UNI budget cuts continue - KWWL - Eastern Iowa Breaking News, Weather, Closings

UNI budget cuts continue


Budget cuts continue at the University of Northern Iowa.  Monday, the Iowa Board of Regents approved a measure that will offer incentives for staff to step down.  The move comes on the heels of protests against the planned closure of Price Lab School.

For most students at the University of Northern Iowa, it's business as usual.  But others continue to organize and protest the college's budget cuts, namely the planned closure of Price Lab School.  In Seerley Hall, the "Students United for Academics" urge classmates to bring their books and computers for a sit-in at the administration building through Friday night at 7 p.m.

"Basically we are just studying, learning, talking, having discussions in proximity to the administration offices. Our goal is for them to see that there are people here, there are students here to learn, here to study, and we are here to support the academic integrity of the university," UNI graduate student Roy Werner said.

That support stretches to the state capital in Des Moines.  A day off class at Price Lab Monday allowed a bus load of the school's students, parents, and staff to meet with lawmakers.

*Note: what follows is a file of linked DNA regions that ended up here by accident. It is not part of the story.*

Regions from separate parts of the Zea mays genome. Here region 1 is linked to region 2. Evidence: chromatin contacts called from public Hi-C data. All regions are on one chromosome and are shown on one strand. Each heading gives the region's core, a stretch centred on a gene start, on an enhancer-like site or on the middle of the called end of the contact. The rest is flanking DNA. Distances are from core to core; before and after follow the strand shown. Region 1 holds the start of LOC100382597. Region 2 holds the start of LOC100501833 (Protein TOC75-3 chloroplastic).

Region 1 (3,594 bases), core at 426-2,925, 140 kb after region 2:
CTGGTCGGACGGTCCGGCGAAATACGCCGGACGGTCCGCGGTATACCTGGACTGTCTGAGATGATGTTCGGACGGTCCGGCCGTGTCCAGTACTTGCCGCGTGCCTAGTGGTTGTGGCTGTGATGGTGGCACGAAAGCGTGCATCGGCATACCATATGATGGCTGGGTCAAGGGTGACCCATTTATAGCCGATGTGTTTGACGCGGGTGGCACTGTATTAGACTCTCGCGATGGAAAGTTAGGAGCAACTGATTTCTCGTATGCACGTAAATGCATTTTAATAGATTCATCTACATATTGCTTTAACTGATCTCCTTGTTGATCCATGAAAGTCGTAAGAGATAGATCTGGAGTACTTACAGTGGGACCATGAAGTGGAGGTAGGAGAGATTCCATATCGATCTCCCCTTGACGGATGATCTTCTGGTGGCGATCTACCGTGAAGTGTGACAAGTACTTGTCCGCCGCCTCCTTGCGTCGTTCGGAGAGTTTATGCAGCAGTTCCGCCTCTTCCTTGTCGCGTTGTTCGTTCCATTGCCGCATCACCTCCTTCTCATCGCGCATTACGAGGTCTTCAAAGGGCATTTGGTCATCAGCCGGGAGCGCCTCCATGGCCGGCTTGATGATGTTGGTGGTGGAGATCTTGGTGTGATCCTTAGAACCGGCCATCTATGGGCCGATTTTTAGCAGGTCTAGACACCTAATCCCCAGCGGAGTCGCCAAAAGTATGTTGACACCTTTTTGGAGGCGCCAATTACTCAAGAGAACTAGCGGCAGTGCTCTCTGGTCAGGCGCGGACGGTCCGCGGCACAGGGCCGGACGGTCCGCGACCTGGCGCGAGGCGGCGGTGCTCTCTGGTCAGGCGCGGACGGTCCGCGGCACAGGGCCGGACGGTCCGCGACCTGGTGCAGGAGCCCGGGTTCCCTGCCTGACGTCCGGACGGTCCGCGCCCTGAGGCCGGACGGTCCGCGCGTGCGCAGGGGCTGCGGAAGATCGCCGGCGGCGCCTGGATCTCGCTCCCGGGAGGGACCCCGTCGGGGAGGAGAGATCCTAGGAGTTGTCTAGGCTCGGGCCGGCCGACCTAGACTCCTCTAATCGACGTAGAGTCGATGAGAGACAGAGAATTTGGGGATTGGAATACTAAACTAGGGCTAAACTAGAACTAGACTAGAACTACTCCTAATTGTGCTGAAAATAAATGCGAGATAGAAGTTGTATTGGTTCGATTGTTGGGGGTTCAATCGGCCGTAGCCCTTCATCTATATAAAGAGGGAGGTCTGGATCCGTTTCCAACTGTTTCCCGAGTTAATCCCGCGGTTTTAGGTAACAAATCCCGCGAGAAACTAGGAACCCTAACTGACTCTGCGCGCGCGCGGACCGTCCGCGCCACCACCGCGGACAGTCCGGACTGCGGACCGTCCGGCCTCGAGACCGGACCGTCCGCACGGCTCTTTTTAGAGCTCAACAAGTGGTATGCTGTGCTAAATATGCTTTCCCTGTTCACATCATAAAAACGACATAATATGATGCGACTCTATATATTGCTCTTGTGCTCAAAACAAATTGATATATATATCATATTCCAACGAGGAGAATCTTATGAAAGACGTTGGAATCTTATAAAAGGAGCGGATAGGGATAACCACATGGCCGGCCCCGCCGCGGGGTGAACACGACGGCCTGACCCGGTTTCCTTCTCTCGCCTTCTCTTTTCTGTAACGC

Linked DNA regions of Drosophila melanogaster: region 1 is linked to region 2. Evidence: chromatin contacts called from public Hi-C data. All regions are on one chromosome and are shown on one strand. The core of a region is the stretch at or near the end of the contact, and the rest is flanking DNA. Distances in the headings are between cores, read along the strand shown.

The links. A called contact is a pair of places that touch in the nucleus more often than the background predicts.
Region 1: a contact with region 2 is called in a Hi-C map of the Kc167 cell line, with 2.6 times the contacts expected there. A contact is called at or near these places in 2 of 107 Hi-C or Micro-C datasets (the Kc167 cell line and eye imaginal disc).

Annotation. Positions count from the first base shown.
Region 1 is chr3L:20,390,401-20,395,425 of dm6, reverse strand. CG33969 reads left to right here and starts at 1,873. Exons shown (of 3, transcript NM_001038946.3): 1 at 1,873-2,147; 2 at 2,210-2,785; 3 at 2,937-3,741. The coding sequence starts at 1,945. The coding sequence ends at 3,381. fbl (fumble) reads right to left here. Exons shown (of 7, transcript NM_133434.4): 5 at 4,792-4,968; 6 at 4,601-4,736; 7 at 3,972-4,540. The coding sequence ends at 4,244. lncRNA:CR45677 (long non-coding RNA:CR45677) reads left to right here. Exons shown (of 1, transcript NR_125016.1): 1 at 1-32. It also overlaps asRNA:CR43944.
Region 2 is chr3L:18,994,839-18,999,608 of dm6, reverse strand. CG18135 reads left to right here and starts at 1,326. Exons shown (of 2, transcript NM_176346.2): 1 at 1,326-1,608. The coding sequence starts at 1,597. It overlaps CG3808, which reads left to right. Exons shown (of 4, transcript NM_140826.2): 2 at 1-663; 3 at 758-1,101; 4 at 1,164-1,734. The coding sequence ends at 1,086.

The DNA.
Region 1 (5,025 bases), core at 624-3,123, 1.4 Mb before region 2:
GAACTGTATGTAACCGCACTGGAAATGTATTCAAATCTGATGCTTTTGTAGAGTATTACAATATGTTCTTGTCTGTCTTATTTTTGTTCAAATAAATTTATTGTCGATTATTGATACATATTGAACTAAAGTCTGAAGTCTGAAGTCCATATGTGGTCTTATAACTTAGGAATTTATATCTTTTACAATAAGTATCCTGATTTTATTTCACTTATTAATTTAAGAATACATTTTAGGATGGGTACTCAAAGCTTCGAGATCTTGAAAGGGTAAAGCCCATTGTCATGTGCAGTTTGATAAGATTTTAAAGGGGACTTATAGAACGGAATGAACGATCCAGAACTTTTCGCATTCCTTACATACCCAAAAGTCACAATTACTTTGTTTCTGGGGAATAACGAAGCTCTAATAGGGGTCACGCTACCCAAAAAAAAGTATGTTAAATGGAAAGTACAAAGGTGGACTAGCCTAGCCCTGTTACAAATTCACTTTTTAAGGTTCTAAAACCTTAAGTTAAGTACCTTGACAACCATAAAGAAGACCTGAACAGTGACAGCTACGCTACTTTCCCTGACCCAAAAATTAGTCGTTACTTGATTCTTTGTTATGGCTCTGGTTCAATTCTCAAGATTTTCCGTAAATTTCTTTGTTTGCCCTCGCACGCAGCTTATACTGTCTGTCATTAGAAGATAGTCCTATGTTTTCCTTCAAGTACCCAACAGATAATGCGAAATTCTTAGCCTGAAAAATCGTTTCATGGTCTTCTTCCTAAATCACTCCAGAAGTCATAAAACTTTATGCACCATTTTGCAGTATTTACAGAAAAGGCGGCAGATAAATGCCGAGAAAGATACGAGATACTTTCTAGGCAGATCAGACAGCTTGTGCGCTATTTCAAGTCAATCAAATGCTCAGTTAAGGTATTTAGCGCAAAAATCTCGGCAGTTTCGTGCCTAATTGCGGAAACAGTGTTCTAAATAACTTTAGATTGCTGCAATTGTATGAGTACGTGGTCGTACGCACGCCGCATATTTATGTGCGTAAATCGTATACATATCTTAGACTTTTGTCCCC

"Our legislators need to realize how many people want to keep Price Lab open and want more funding for the University of Northern Iowa," Price Lab parent Kristin Teig Torres said.

But the cuts just keep coming.  Monday, the Iowa Board of Regents unanimously approved a resolution to expand the early separation incentive program.  It offers tenured faculty the chance to resign or retire early with a full year's pay, pay for accrued sick time and money to extend healthcare benefits.  The early cash-out will only be offered to staff who will be affected by the planned elimination or merger of academic programs.

"It goes back to the whole purpose of looking at the university and planning to have the university be strong for the future.  So we're looking to reallocate funds from different areas on campus.  And the best way to manage personnel is through attrition.  So this is an incentive for people that are perhaps thinking of leaving the institution to give them an incentive to leave at this point," UNI spokesperson Jim O'Connor said.

Faculty have until April 23rd to decide whether to enroll in the early separation program.  How much money the university saves will bank on just how many faculty agree to enroll.  29 tenured professors have been offered an early retirement package.  Layoffs are possible depending on how many accept the offer.

UNI's latest budget cuts come as Governor Terry Branstad pushes lawmakers to increase spending on public universities by $20 million.

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